It began with a family reunion in 2001.
San Francisco-based photographer Nancy Warner returned to Cuming County, Neb., for a gathering at the farm homesteaded by her great-grandfather in 1865.
Warner herself grew up in Omaha, but several relatives still lived in Cuming County. As the others picnicked, she explored the vacant portion of a farmhouse on the property. What she found so intrigued her, she returned the next day with a camera.
When Warner returned to San Francisco and processed the black-and-white film, one image in particular brought out an emotional response: a lonesome, tattered dress clinging to a mangled wire hanger.
“There's just something about that forlorn little dress,” Warner said. “It looks like it's been hanging there for so long.”
Over the next seven years, Warner traveled back to Nebraska — and, on one trip, to Cass County, Iowa — and left with new rolls of film. Hers were not the big-sky, wide-angle photographs so often associated with the Great Plains, but intimate portraits of places left behind and relics all but forgotten. An old wooden piano in an otherwise empty room. Shattered windows. Exposed beams. Layers of wallpaper peeling from a decaying wall.
The images are now collected in “This Place, These People: Life and Shadow on the Great Plains,” a book of black-and-white photography now available through booksellers.
Each photo presents a snapshot of a place vacated. Together, they tell a larger story of an America fading into the landscape. The farms that gave rise to these places remain, but a host of social, economic and technological developments over the past half century have cut ownership in half. According to the book, there were 110,000 farms in Nebraska in 1950. By 2007, 50,000. In Cuming County, the population reached its high of 14,584 more than a century ago. By choice or otherwise, people moved elsewhere. In their wake are houses and possessions once fretted over, now wasting away.
With the exception of a few historical photographs, there are no faces in “This Place, These People.”
But there are voices.
David Stark, a sociologist from Columbia University, grew fascinated by Warner's photographs while visiting her in San Francisco a few years ago. The two are cousins.
Stark's past work includes ethnographic studies of Hungarian factories before and after the fall of communism, new media startups in the lead-up to and aftermath of the dot.com crash, and the financial industry before and after the terrorist attacks on Sept. 11, 2001.
He saw a book in his cousin's photographs the moment he laid eyes on them.
“What I find most interesting in the photographs is that we typically think about living in buildings,” he said. “But we could think about it another way, which is that the buildings lived with us, and when they did, they were loved.”
Warner and Stark worked together on and off for two years. Cousins on opposite coasts, they'd meet in Omaha, rent a car and drive about an hour northwest of the city. They'd connect with relatives and acquaintances, introduce themselves to strangers and talk with them all about their lives and memories.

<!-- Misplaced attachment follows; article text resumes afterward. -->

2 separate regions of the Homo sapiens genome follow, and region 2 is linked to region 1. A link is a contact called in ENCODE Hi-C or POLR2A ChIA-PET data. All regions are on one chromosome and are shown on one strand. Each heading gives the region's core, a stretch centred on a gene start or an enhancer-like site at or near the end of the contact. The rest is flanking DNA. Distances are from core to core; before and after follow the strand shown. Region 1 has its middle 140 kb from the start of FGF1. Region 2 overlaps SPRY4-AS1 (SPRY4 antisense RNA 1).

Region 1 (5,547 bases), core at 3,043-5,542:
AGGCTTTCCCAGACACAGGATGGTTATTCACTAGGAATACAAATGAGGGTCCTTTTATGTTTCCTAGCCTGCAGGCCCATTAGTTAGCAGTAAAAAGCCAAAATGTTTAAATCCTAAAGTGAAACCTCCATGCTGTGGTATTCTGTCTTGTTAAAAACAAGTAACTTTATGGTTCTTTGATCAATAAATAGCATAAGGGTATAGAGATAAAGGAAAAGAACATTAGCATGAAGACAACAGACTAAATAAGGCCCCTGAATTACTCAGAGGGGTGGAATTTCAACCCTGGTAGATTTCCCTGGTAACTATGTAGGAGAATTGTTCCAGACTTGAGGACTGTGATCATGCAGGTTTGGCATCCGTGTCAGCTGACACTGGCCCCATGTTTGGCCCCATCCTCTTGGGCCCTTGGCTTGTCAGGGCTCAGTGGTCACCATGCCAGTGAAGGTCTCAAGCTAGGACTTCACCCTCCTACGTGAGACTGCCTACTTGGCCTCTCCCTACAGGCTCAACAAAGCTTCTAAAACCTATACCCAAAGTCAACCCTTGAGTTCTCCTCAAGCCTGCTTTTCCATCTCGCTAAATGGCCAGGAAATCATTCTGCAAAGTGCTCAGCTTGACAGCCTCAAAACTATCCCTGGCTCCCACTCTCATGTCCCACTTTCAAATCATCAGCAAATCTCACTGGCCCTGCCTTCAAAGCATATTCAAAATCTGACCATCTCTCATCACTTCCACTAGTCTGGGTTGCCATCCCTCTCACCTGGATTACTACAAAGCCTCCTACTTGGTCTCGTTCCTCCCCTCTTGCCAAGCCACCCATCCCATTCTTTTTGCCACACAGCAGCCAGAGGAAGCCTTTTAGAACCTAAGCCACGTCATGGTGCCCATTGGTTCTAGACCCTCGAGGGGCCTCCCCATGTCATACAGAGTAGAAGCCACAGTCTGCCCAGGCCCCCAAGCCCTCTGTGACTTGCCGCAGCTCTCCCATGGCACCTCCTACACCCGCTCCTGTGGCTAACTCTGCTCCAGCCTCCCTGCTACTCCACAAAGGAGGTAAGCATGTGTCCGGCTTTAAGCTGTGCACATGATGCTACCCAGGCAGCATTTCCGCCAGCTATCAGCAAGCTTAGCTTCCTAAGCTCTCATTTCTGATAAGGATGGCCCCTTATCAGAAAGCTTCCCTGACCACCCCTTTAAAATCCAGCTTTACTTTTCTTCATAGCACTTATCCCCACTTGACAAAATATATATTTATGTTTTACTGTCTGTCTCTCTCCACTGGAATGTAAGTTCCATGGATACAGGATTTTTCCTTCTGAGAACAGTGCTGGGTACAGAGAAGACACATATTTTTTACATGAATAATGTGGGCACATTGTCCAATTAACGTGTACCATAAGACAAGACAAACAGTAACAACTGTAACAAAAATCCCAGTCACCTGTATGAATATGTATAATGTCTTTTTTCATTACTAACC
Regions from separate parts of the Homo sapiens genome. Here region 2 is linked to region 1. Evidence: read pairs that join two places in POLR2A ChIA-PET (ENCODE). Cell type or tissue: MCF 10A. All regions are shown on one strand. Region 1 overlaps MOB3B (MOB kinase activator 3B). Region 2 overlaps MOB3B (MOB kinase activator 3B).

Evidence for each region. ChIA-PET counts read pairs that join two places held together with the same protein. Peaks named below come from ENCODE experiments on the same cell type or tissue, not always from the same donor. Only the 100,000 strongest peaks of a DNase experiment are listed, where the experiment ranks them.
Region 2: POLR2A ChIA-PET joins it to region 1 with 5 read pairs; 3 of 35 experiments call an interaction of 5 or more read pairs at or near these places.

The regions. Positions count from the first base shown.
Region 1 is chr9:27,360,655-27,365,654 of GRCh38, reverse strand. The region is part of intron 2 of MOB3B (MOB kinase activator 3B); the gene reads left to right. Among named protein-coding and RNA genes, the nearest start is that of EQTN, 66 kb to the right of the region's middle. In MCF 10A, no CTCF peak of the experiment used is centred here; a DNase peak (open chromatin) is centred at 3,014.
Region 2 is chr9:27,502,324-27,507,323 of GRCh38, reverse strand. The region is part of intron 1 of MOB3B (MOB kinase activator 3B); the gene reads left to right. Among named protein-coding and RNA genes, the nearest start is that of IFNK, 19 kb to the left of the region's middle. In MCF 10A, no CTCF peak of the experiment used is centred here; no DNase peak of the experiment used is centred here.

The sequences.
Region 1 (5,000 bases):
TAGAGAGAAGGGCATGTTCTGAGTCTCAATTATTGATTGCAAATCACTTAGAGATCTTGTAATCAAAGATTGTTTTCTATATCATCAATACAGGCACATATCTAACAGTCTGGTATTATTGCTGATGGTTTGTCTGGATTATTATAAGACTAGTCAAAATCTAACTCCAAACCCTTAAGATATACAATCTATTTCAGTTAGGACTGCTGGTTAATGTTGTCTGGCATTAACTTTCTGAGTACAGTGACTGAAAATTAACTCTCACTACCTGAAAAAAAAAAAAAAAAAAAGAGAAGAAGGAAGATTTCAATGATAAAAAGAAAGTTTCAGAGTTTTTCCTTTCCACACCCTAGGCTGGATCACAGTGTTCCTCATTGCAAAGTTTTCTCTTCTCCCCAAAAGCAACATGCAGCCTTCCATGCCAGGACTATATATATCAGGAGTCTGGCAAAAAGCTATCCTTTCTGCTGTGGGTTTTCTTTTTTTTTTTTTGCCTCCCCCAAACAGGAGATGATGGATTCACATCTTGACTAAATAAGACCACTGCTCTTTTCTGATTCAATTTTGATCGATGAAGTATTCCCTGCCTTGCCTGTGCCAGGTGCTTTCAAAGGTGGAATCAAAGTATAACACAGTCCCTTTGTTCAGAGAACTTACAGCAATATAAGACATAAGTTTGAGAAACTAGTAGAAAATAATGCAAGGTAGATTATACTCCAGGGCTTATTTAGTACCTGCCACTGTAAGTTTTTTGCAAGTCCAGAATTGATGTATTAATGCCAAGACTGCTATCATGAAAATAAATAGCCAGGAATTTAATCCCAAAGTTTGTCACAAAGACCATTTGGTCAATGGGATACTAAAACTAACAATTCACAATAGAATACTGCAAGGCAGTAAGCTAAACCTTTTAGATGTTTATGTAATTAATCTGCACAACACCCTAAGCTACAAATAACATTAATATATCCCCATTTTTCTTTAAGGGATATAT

Pieces of those conversations, captured by Stark, are sprinkled throughout the book, bringing insight and understated humor to the inanimate beauty of Warner's photographs.
One elderly woman recalls the day an old home was to be razed. Family and bystanders gathered to see the big show. It didn't go as planned. “The tractor died, the house didn't.”
Warner and Stark drew inspiration from the work of Nebraska native Wright Morris, a writer and photographer whose 1948 book, “The Home Place,” paired photographs of threadbare objects (chairs, utensils, beds) with textual observations.
In “This Place, These People,” the connection between photograph and text is not literal. The person speaking is not necessarily referring to the facing image. The connections are more thematic, in turns wry and poignant.
Beside a photograph of a door covered in cracked paint, a man confides how hard it was when he and his wife started out on their own. “We'd pay one bill in the morning. In the afternoon, we'd worry about the ones we hadn't paid. Nights, we cried.”
Another photograph, of a window from the inside looking out, comes with a memory so sparse yet specific, it would fit right into a Cormac McCarthy novel: “I really had the coldest water that ever was with that cistern.”
Warner first exhibited the photographs from “This Place, These People” in 2008 at the Great Plains Art Museum in Lincoln, then again in 2010 at art centers in Fremont and Norfolk. She has started contacting museums and curators about a new show incorporating historical elements from the book's extensive afterword and perhaps voice recordings of residents.
“Every evolution of this project, I see the photographs in a different way,” she said.
Hanging the photos for the first exhibition felt “like putting words into sentences.” With the book, “I feel like it's a much more intimate experience.”
Its publication timing is remarkable. “This Place, These People” arrives the moment a film called “Nebraska,” directed by Omaha native Alexander Payne, reaches movie screens — and in black and white, no less.
In one pivotal scene, Bruce Dern's decrepit character, Woody Grant, returns to the house where he grew up, long since abandoned.
“It was in better shape than some of the houses I went into,” Warner said. But watching the scene brought her back to her own experience, traipsing through properties once lived in and now lifeless.
In the movie, the stoic Woody walks to the edge of the property and stares into the horizon, his thoughts left unsaid.
“That moved me tremendously,” Warner said, “I guess because I do that, too, when I'm there.”